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Home / Delhi News / Delhi HC stays AAP govt decision to reserve 80% ICU beds in private hospitals for Covid-19

Delhi HC stays AAP govt decision to reserve 80% ICU beds in private hospitals for Covid-19

The HC stated prima facie the order appeared to be “arbitrary”, “unreasonable” and in violation of the fundamental rights of an individual

delhi Updated: Sep 22, 2020, 17:38 IST
Richa Banka
Richa Banka
Hindustan Times, New Delhi
Medical workers at the ICU of a private hospital in New Delhi. The court said that the state cannot discriminate between Covid-19 and non-Covid-19 patients.
Medical workers at the ICU of a private hospital in New Delhi. The court said that the state cannot discriminate between Covid-19 and non-Covid-19 patients.(Reuters )

The Delhi high court on Tuesday stayed an order of the Delhi government reserving 80% of the ICU beds for Covid-19 patients, saying that prima facie, the order appeared to be “arbitrary”, “unreasonable” and in violation of the fundamental rights of an individual.

Justice Navin Chawla, while seeking the response of the Delhi government, said that the September 12 order reserving 80% ICU beds for Covid-19 patients was in violation of the fundamental rights. The court said that the state cannot discriminate between Covid-19 and non-Covid-19 patients.

“At the time of the emergency, a patient cannot be told to run around from one hospital to another. The disease itself cannot be the ground for discrimination,” the court said in its oral order.

Also read: Covid-19: PM Modi to meet CMs of 7 worst-hit states on Wednesday

During the hearing, the court also remarked angrily that it would not let a single person die because of this order. “You are missing what is for the good. I will not let even one patient die due to this. Has the government considered that we are talking about ICU beds…The question is about reservation and a patient being turned away because you are keeping this bed for Covid-19. Place the deliberation as to how and what factors were taken into account before passing the order,” the court said.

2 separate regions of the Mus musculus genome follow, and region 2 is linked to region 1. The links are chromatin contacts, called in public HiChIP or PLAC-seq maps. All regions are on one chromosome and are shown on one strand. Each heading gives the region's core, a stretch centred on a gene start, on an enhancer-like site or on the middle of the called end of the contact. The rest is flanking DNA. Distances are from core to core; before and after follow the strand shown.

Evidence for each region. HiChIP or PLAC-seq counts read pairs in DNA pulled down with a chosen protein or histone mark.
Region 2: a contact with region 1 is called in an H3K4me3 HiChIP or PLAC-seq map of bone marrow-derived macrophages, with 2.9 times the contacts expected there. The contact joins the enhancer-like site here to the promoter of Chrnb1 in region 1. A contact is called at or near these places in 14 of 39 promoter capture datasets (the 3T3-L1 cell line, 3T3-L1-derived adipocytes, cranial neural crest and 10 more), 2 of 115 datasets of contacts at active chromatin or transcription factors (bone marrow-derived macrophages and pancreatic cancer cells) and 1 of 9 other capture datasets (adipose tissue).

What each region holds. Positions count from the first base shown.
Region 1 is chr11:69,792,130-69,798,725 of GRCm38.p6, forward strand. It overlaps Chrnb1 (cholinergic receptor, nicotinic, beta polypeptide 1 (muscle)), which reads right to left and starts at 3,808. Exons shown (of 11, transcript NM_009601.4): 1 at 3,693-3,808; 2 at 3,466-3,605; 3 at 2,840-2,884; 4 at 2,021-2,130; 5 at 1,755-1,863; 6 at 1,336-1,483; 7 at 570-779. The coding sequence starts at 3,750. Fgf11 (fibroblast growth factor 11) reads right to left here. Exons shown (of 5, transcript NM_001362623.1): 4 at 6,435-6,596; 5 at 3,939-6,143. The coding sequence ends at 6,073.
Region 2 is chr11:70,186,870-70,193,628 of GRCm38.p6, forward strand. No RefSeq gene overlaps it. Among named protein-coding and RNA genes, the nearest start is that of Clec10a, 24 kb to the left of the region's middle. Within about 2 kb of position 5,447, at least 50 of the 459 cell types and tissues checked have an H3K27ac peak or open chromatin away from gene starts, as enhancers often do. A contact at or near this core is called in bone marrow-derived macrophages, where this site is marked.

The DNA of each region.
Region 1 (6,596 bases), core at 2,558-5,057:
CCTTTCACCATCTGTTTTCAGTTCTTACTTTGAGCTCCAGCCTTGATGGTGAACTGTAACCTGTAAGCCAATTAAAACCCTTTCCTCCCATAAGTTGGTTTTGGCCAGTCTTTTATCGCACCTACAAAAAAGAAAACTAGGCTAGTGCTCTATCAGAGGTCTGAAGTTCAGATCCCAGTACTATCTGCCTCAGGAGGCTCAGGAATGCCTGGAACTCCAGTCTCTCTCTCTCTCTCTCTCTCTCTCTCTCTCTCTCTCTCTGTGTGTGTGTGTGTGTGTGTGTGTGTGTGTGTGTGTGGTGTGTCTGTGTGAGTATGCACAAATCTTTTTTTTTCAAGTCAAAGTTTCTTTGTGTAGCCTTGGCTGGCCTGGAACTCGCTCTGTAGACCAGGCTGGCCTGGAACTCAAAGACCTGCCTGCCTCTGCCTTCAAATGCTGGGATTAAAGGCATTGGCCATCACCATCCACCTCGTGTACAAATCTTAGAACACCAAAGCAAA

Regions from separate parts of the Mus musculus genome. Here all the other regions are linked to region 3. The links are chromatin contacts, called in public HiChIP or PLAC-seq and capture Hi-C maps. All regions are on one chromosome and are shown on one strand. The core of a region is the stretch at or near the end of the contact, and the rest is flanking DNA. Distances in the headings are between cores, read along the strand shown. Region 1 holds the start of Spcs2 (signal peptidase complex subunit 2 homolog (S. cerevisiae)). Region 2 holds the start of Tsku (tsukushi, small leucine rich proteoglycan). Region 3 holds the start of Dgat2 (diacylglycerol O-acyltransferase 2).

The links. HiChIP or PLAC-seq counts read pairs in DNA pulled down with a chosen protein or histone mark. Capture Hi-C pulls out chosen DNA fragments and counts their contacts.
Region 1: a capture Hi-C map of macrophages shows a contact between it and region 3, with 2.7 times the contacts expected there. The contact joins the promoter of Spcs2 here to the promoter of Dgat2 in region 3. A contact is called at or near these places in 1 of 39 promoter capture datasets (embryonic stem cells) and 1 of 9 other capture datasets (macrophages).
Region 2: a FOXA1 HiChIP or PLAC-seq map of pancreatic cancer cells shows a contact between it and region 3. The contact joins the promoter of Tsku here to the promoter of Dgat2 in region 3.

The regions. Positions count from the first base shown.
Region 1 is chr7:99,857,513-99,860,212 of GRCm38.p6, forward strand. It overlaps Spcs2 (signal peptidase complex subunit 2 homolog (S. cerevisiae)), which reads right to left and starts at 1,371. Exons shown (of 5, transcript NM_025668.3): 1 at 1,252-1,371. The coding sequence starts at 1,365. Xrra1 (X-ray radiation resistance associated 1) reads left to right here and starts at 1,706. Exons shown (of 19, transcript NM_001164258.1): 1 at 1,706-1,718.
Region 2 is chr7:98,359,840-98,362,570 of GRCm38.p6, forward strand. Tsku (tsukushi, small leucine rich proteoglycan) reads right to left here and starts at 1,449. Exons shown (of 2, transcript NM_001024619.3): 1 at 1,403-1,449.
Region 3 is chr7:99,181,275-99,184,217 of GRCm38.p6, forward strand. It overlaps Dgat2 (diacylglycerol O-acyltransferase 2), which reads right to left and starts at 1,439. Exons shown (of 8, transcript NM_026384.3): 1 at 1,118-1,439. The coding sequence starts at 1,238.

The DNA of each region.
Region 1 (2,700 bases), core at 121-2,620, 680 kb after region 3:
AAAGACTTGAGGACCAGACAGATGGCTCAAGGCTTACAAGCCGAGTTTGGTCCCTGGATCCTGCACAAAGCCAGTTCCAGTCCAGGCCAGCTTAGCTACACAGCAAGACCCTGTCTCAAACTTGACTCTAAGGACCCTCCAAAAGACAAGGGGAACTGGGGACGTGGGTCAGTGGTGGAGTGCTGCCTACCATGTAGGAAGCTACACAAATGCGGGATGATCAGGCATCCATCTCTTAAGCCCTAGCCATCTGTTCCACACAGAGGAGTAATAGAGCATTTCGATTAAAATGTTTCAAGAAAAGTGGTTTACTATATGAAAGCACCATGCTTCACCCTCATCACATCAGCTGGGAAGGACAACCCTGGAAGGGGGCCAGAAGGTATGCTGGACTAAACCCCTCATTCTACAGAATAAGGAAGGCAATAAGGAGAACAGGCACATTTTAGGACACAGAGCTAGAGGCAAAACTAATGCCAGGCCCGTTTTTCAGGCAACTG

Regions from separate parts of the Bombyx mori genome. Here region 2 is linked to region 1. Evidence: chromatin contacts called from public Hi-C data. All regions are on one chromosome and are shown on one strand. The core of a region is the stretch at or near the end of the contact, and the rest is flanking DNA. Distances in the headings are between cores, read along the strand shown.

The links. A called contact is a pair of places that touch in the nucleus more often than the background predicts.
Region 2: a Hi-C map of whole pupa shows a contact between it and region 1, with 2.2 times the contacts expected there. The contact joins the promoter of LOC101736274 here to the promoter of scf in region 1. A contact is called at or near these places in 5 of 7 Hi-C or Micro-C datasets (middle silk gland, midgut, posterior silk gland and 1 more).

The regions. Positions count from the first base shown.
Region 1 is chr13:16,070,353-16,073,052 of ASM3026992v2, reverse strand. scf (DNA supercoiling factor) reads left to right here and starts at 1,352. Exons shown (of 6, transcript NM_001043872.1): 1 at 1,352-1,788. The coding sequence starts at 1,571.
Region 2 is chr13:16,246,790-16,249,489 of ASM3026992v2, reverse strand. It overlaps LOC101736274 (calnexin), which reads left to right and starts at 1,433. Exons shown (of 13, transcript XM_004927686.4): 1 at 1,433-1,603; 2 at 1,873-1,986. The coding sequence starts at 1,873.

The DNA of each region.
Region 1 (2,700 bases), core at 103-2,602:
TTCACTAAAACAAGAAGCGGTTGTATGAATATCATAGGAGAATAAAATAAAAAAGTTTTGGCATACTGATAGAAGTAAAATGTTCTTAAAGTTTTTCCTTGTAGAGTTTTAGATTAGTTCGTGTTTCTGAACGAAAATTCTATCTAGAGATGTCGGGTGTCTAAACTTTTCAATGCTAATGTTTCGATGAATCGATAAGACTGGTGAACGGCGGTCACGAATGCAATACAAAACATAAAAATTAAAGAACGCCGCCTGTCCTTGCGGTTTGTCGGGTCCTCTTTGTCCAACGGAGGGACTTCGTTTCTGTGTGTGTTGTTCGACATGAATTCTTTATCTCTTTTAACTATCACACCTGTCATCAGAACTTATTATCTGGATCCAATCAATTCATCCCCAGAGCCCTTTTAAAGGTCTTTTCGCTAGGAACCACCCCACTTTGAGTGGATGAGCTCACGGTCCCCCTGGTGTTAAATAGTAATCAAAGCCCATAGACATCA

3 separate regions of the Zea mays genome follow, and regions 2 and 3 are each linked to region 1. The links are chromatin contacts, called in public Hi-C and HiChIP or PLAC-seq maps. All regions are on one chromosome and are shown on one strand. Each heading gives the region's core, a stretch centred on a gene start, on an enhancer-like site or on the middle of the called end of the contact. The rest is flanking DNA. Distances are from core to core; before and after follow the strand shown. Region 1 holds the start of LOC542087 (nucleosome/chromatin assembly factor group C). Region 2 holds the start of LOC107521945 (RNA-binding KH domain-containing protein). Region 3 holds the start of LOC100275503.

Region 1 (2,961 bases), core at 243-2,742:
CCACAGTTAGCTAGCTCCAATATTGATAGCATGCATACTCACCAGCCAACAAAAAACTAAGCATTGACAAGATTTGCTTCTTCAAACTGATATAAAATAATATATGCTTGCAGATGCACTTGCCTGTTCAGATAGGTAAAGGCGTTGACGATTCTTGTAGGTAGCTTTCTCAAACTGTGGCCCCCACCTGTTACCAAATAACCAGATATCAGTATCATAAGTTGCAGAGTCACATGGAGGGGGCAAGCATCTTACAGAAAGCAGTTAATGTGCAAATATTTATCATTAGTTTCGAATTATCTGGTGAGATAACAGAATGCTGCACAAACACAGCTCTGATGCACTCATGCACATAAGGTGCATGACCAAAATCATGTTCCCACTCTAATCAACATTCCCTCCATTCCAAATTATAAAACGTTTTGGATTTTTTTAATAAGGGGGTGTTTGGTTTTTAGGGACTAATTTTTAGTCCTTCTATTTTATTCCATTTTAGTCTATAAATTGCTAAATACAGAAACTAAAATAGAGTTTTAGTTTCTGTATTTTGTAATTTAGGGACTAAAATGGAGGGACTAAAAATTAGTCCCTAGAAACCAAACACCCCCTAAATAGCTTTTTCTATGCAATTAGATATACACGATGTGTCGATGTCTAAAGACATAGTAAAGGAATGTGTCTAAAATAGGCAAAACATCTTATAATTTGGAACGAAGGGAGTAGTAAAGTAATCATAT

The court’s decision comes on a plea by the Association of Healthcare Providers, alleging that such reserving of beds is also exposing non-Covid-19 patients to the risk of Covid-19 and that the order has been issued without any prior discussion with private hospitals and without understanding the current demand-supply situation of critical care beds.

In its plea, filed through advocates Sanyam Khetarpal and Nitesh Goyal, the petitioners had sought quashing of the order.

On Tuesday, appearing for the petitioner, senior advocate Maninder Singh told the court that the order discriminates between Covid-19 and non-Covid-19 patients, even though both require ICU treatment. He said the hospital cannot keep beds empty while denying them to non-Covid patients. He contended that none of the factors was taken into account before passing the order.

Appearing for the Delhi government, Additional Solicitor General (ASG) Sanjay Jain told that the order was issued keeping in view the sudden surge of patients requiring intensive care. He said the situation is dynamic and requires urgent decisions.

He said the 33 hospitals have not challenged the order and hence the plea should be dismissed. The petitioner’s counsel said all the 33 hospitals were members of the petitioner association and he would file an affidavit in this regard.

After hearing the arguments, the judge said such an order would “prima facie” lead to a situation where a patient who is suffering from a disease other than Covid-19 is denied admission to an ICU bed. The court also said that it is not apparent as to what decision-making process and data was taken into consideration before passing such an order.

It asked the Delhi government to disclose the factors on which the decision to reserve ICU beds for Covid-19 patients was taken, and stayed the order till October 13

Meanwhile, reacting to the order, the Delhi government, in a statement, said, “It is extremely important to reserve ICU beds in private hospitals to deal with increasing corona cases. We will challenge this order tomorrow.”

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